In a highly anticipated verdict, British singer-songwriter Ed Sheeran emerged victorious in a copyright trial, defending claims that his hit song “Thinking Out Loud” infringed upon the musical composition of Marvin Gaye’s classic song “Let’s Get It On.” The verdict, delivered on May 4, 2023, by a federal jury in a United States District Court in New York, marked a significant moment in the ongoing debate surrounding music copyright infringement. The decision has far-reaching implications for the music industry worldwide and raises questions about the boundaries of creative inspiration and originality in song writing.
The legal battle began in 2018 when Structured Asset Sales (SAS), which holds a part of the copyright for “Let’s Get It On,” filed a lawsuit claiming that Sheeran’s song, copied the “melody, harmony, and rhythmic components” of Marvin Gaye’s iconic track. The lawsuit sought damages and a portion of the royalties earned from Sheeran’s song, which had achieved global success and widespread acclaim.
The verdict sets an important precedent for future copyright cases in the music industry as well as reinforcing the notion that stylistic similarities or a similar feel between songs, does not provide sufficient grounds for a successful copyright infringement claim. Rather, the focus in these cases still remains on identifying the substantial similarity of the important elements of a song, such as the melody, lyrics and musical composition.
As the music industry continues to evolve in this digital age, artists will be expected to continue to draw from the rich musical history that has come before them, meaning cases like this will undoubtedly arise again. This case highlights the importance of copyright laws, not only in the sense of artistic inspiration and music but also in the ever-changing modern world, which is why it is paramount to have an understanding of the way the law functions.
The case serves as a reminder of the importance of fostering a robust dialogue about the intricacies of copyright law, artistic inspiration, and the ever-changing landscape of creative expression in the modern world.
What is Copyrighting?
Copyrighting is the legal term used for the mechanism that grants exclusive rights to the creators over their original works, which prevents others from being able to use, distribute or reproduce their creations without lawful permission. Copyright protection covers many forms, including many artistic forms such as music, film, art and literature. By obtaining copyright on original work, this allows for creators to gain control over the way their content is used and gives them the ability to seek legal relief if their rights are infringed upon.
Copyright in Music and Song Lyrics:
In the realm of music, copyright protects both the musical composition and the lyrics. The composer or songwriter holds the copyright to the musical composition, while the lyricist retains rights over the lyrics. This dual protection ensures that creators have control over the use and distribution of their content.
APRA Music Copyright:
In Australia, the Australasian Performing Right Association (APRA) plays a significant role in administering and protecting music copyrights. APRA represents over 100,000 members, including songwriters and music publishers, and licenses the public performance of copyrighted music on behalf of its members.
Through licensing agreements with music users such as radio stations, venues, and online streaming platforms, APRA ensures that its members receive royalties for the use of their music. These royalties provide artists with fair compensation for their creative efforts and encourages the lawful use of copyrighted content.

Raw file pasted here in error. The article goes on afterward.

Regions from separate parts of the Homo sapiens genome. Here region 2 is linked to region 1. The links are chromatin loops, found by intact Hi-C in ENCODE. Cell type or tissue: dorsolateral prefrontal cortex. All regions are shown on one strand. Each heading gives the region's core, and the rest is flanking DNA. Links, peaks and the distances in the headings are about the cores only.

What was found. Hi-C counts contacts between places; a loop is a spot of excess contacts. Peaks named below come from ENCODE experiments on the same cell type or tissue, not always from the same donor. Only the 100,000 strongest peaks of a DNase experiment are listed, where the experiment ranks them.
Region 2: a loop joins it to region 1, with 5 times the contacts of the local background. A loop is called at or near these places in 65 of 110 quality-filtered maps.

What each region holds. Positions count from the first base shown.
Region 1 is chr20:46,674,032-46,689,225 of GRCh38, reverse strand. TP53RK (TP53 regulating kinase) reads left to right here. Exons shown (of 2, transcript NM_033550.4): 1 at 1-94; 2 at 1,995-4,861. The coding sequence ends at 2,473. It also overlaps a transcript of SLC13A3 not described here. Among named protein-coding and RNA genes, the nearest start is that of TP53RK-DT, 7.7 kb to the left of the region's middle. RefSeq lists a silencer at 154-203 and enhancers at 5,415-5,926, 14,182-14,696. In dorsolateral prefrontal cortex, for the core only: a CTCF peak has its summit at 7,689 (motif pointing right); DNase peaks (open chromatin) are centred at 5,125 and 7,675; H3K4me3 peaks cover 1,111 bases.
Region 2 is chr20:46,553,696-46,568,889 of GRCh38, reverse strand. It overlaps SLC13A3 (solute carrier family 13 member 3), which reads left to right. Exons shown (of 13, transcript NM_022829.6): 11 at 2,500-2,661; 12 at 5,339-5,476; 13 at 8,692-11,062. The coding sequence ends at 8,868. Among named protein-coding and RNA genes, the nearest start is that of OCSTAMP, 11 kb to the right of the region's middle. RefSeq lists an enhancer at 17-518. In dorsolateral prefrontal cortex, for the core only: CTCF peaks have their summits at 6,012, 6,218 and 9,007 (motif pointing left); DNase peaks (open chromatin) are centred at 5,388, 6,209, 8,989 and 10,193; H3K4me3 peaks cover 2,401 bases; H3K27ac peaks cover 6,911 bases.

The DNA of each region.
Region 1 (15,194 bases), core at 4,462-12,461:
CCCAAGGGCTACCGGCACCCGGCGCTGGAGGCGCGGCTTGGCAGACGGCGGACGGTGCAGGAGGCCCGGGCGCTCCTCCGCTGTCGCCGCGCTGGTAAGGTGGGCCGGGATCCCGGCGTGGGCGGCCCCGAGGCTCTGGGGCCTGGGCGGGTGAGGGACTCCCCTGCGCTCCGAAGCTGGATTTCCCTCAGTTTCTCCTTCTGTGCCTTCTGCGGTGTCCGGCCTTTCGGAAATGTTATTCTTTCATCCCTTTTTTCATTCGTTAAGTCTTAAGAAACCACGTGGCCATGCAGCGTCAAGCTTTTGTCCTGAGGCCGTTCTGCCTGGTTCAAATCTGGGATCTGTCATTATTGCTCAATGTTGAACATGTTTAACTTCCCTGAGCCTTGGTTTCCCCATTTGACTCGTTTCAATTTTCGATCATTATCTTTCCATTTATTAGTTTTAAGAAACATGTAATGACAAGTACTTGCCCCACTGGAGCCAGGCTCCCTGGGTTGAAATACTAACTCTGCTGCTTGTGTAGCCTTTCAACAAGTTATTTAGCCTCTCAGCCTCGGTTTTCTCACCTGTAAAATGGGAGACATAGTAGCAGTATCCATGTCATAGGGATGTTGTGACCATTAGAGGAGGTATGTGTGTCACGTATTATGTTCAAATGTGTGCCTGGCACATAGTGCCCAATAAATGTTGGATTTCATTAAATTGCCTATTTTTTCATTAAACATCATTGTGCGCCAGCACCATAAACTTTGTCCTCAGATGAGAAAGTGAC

Music Copyright Laws in Australia:
In Australia, music copyrights are governed by the Copyright Act 1968. This legislation grants creators exclusive rights over their original musical works, allowing them to control how their music is used, performed, recorded, or reproduced. The Act also establishes the duration of copyright protection, which varies depending on the type of work.
How Long Does Copyright Last?
In Australia, the duration of copyright protection for musical works, including both compositions and lyrics, generally lasts for the lifetime of the creator plus 70 years. This means that after the death of the artist, their music remains protected for several decades, ensuring their estate can benefit from the ongoing popularity and commercial benefits from their creation.
The recent verdict in Ed Sheeran’s copyright infringement case sheds light on the complexities of music copyrights and the importance of protecting Intellectual Property in the music industry. Copyrighting plays a vital role in safeguarding artists’ creative works, ensuring fair compensation for their contributions, and promoting creativity and artistic expression.
With organizations like the APRA diligently controlling music copyrights and advocating for the rights of artists, the music industry (via copyrwrighting) can maintain a balanced system where creators are encouraged to continue producing original and creative music for which they receive both the credit and financial reward.
The case also highlights the necessity for everyone to have an understanding of the how Copyright laws function to ensure that they are accurately equipped to protect their own rights when it comes to original works.
Salerno Law has a team of dedicated and experienced lawyers in this area of legal practice who have an unparalleled commitment to achieving the best possible outcomes for our clients. This dedication and experience mean we are able to provide tailored advice and successful results for our clients who wish to protect their creative property rights.
Our reputation for excellence and results makes us a trusted and reliable choice for anyone seeking legal representation or advice in a copyright dispute.
Author: Ibbi Jahshan